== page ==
Research just qualified what you've known all along: When you're hungry, you get angry.
Simon Oxenham, who writes a column called Brain Scanner that sets out to sift through pseudoscience and get the real facts out, found that the body releases the stress hormones cortisol and adrenaline when blood glucose gets too low. Add to that the fact that neuropeptide Y levels — a hormone connected to aggression — can spike, too, and you've got a combination of stress, anger, and hunger that's all too familiar to anyone waiting at a popular brunch spot.
Oxenham's findings mirror an experiment involving spouses and voodoo dolls. While the volunteers weren't subjected to long lines for avocado toast, they were exposed to undue amounts of stress and other things that could trigger aggression.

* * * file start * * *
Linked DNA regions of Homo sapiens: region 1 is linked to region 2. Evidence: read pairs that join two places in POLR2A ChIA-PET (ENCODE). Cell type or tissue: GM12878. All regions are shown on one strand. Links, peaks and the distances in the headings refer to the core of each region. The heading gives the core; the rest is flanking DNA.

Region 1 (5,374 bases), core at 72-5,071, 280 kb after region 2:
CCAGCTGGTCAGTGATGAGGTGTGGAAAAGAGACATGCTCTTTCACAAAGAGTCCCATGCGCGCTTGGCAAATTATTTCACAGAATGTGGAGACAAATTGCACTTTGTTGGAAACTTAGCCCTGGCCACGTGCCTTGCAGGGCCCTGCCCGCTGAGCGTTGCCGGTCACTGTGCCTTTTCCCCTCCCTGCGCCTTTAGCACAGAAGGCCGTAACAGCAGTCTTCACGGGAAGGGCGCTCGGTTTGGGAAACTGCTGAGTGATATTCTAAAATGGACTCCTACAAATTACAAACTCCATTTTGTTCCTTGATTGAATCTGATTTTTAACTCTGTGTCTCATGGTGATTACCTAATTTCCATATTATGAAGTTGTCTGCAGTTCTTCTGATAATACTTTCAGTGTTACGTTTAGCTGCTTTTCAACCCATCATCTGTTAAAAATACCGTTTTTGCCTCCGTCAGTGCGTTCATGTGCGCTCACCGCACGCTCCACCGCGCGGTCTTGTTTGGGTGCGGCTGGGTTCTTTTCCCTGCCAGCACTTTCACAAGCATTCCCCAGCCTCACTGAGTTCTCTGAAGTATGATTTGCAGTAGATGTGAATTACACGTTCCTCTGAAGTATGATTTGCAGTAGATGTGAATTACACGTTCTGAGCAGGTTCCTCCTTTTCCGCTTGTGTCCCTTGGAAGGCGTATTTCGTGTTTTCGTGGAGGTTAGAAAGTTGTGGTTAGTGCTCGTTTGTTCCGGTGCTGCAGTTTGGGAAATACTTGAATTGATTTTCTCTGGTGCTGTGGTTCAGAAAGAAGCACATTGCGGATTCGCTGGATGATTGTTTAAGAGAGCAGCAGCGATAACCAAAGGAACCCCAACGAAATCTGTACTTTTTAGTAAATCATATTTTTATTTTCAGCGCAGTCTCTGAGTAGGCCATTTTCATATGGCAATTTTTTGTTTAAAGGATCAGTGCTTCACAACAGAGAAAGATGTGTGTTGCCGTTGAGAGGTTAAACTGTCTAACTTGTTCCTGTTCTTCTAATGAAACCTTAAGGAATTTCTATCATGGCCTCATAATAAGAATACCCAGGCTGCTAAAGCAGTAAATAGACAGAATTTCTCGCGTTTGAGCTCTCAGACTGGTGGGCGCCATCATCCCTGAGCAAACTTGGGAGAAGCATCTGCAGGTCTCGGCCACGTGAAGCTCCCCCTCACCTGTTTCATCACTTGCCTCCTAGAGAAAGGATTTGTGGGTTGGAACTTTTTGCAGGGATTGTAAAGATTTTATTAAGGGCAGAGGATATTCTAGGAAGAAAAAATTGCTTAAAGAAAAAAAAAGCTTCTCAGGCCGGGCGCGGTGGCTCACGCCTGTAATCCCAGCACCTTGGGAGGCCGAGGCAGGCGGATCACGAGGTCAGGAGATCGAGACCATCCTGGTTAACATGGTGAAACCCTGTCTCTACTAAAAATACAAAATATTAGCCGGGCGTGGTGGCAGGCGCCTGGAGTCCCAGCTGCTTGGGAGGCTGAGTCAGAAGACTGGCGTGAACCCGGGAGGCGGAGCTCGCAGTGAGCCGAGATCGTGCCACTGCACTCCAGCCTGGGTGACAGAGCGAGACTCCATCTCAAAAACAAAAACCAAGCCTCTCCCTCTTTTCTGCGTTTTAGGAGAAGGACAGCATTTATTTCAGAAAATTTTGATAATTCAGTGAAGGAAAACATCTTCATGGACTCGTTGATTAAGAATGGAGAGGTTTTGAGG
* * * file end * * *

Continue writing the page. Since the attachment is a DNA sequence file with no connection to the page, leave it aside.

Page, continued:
"A classic study of married couples asked them to stick pins into voodoo dolls that represented their loved ones, to reflect how angry they felt towards them," Oxenham wrote. "The volunteers then competed against their spouse in a game, in which the winner could blast loud noise through the loser's headphones. The researchers tracked the participants' blood glucose levels throughout. They found that when people had lower sugar levels, the longer the blasts of unpleasant noise they subjected their spouse to, and the more pins they stuck into their dolls."
While most people don't have a noise-blaring trigger at hand, anyone who's gone through hanger or witnessed it can probably attest to the similarity between an air horn and the complaints that come from an empty stomach. Oxenham says that more research needs to be done on the subject, especially since studies involving anger — with or without a connection to hunger — are often exaggerated for effect.
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